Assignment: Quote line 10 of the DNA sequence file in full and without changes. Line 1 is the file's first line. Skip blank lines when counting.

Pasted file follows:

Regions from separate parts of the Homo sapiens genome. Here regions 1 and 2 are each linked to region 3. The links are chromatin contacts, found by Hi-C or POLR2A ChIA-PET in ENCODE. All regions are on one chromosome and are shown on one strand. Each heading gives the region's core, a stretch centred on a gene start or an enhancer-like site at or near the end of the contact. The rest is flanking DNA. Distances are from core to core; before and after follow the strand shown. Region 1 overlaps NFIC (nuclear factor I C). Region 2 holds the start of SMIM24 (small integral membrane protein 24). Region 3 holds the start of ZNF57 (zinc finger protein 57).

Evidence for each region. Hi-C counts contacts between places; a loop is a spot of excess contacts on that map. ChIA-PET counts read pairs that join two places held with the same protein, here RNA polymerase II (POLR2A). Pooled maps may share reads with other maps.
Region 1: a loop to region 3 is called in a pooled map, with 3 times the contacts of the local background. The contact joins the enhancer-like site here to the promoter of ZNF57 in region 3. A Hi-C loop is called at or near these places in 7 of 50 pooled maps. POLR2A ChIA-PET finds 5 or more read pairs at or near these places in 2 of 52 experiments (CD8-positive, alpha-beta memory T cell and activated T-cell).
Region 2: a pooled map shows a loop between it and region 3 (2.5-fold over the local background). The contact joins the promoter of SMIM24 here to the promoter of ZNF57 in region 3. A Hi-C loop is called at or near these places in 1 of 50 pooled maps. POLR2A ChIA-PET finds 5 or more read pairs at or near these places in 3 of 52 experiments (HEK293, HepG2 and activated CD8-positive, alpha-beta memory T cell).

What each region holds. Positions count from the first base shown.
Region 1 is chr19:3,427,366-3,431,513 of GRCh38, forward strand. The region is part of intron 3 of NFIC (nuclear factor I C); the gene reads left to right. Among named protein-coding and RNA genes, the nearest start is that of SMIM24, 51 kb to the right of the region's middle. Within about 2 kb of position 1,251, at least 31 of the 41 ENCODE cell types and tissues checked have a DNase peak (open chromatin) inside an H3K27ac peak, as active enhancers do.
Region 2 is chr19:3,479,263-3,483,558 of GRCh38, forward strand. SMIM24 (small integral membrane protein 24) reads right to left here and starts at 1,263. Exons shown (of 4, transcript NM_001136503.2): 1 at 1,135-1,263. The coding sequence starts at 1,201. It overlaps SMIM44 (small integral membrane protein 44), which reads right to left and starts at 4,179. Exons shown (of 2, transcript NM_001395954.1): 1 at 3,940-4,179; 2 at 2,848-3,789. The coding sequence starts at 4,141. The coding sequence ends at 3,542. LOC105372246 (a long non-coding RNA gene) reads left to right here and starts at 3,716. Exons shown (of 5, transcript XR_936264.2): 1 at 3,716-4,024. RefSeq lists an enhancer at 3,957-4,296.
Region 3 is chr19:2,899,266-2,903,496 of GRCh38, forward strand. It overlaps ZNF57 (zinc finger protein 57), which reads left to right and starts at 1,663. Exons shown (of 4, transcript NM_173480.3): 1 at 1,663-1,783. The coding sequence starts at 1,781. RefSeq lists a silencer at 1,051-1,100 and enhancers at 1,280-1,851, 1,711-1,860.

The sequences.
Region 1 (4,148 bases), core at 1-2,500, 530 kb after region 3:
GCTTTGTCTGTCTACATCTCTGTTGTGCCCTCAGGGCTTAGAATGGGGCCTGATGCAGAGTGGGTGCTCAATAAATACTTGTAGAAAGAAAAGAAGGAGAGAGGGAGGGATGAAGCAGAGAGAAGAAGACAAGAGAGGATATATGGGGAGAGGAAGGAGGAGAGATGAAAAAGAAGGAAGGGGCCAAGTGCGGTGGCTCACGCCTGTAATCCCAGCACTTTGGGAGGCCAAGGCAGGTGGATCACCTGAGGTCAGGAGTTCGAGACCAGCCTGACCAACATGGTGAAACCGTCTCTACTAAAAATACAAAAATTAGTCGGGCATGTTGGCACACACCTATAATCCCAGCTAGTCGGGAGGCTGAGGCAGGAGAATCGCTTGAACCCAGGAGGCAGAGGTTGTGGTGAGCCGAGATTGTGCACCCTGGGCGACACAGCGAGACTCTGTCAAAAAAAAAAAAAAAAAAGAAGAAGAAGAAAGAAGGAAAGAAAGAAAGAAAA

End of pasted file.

Region 1 (4,148 bases), core at 1-2,500, 530 kb after region 3: